Every time a person crunches into a potato chip, he or she is enjoying the delicious taste of one of the world's most famous snacks – a treat that might not exist without the contribution of black inventor George Crum.
George Speck, also called George Crum was born on July 15, 1824 in Saratoga County in upstate New York. The son of an African-American father and a Native American mother, Crum was working as the chef in the summer of 1853 when he incidentally invented the chip.
In the summer of 1853, George Crum was employed as a chef at an elegant resort in Saratoga Springs, New York. On Moon Lake Lodge's restaurant menu were French-fried potatoes, prepared by Crum in the standard, thick-cut French style that was popularized in 1700s France and enjoyed by Thomas Jefferson as ambassador to that country. Ever since Jefferson brought the recipe to America and served French fries to guests at Monticello, the dish was popular and serious dinner fare.
At Moon Lake Lodge, one dinner guest found chef Crum's French fries too thick for his liking and rejected the order. Crum cut and fried a thinner batch, but these, too, met with disapproval. Exasperated, Crum decided to rile the guest by producing French fries too thin and crisp to skewer with a fork. The plan backfired. The guest was ecstatic over the browned, paper-thin potatoes, and other diners requested Crum's potato chips, which began to appear on the menu as Saratoga Chips, a house specialty.
Portrait of a George Crum with his wife, Kate.
In 1860 George opened his own restaurant in a building on Malta Avenue near Saratoga Lake, and within a few years was catering to wealthy clients including William Vanderbilt, Cornelius Vanderbilt, Jay Gould, and Henry Hilton. His restaurant closed around 1890 and he died in 1914 at the age of 92.
The idea of making them as a food item for sale in grocery stores came to many people at around the same time, but perhaps the first was William Tappendon of Cleveland, OH, in 1895. He began making chips in his kitchen and delivering to neighborhood stores but later converted a barn in the rear of his house into "one of the first potato chip factories" in the country.
At that time, potatoes were tediously peeled and sliced by hand. It was the invention of the mechanical potato peeler in the 1920s that paved the way for potato chips to soar from a small specialty item to a top-selling snack food. For several decades after their creation, potato chips were largely a Northern dinner dish.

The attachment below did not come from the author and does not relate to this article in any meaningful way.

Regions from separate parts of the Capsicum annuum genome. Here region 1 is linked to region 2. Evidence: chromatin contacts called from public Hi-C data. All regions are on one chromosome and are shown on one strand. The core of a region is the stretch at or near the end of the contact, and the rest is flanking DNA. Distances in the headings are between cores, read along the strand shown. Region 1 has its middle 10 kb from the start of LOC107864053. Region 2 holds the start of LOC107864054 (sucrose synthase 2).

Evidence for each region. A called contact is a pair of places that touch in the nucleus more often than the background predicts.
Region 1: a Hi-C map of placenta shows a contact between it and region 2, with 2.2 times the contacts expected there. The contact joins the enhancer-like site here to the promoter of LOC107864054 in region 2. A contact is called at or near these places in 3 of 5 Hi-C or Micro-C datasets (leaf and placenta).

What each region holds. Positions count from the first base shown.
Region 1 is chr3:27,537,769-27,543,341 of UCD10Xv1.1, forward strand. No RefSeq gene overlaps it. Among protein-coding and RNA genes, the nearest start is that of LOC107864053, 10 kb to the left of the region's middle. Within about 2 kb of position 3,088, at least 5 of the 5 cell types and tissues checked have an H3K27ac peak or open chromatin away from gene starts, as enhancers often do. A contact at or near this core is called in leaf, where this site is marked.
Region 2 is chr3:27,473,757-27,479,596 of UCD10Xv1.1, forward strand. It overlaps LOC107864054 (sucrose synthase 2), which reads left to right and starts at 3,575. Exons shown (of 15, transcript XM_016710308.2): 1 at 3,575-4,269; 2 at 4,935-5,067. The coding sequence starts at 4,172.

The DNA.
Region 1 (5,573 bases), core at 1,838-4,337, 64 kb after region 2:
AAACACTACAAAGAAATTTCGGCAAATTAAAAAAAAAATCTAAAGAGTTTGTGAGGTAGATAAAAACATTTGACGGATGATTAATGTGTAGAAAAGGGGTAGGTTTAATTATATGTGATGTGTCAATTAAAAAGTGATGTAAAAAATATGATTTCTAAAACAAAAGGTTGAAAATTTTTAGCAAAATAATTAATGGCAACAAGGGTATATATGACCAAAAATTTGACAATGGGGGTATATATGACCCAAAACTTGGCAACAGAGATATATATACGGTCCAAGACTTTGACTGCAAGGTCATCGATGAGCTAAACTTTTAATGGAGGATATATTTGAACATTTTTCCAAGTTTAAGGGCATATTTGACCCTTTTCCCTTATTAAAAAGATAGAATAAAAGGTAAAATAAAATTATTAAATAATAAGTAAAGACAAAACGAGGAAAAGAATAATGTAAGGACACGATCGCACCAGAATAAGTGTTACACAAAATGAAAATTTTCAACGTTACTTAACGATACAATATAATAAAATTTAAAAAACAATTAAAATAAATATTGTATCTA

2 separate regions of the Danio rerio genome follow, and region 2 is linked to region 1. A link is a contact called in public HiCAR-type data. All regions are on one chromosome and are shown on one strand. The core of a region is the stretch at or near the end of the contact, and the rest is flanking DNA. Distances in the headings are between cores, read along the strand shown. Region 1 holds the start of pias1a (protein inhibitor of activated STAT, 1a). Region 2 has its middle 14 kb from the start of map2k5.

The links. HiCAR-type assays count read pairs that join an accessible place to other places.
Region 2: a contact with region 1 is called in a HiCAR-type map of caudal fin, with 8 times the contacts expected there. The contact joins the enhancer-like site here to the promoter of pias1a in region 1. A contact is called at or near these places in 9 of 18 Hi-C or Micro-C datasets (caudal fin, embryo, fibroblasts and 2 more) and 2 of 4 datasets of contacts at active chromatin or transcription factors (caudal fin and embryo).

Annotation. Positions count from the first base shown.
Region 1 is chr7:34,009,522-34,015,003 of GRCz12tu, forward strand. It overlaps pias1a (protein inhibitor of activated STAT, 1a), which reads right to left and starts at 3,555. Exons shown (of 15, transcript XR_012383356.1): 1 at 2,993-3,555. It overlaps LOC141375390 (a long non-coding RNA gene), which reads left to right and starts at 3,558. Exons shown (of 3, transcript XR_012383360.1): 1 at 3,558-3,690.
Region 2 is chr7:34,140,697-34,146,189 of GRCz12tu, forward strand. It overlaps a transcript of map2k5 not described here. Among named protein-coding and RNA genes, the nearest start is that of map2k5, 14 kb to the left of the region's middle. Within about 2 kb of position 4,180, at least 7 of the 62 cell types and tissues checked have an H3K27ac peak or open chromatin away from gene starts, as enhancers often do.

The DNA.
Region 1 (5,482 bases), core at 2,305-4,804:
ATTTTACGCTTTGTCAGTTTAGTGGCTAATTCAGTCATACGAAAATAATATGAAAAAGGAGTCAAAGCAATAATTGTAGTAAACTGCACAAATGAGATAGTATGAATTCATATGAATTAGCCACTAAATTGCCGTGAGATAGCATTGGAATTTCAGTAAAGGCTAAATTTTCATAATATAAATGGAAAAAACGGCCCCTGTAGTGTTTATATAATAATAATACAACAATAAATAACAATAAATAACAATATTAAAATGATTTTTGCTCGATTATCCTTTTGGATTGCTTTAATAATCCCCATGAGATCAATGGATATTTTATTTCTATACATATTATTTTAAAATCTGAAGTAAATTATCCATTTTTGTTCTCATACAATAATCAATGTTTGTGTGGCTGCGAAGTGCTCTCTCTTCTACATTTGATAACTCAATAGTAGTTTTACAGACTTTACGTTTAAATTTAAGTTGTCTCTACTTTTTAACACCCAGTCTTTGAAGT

George and his wife Kate.
In 1921, Bill and Sallie Utz started the Hanover Home Brand Potato Chips in Hanover, Pennsylvania. Salie Utz used her knowledge of good Pennsylvania Dutch cooking to make the chips in a small summer house behind their home. The hand-operated equipment Salie used made about fifty pounds of potato chips per hour. While Salie stayed home making chips, Bill delivered them to "mom and pop" grocery stores and farmer's markets in the Hanover, PA and Baltimore, MD area.
Out in Monterey Park, California the Scudders company started making potato chips in 1926. Laura Scudder is credited with developing the wax paper bag for potato chips which made a wider distribution possible because of its preserving properties. Prior to this bag potato chips were dispensed in bulk from barrels or glass display cases.
In 1932, Herman Lay founded Lay's in Nashville, Tenn., which distributed potato chips from a factory in Atlanta, Ga. Herman Lay, a traveling salesman in the South, helped popularize the food from Atlanta to Tennessee. Lay peddled potato chips to Southern grocers out of the trunk of his car, building a business and a name that would become synonymous with the thin, salty snack. Lay's potato chips became the first successfully marketed national brand.
The industry that George Crum launched in 1853 continues to grow and prosper. Potato chips have become America's favorite snack. U.S. retail sales of potato chip are over $6 billion a year. In 2003 the U.S. potato chip industry employed more than 65,000 people.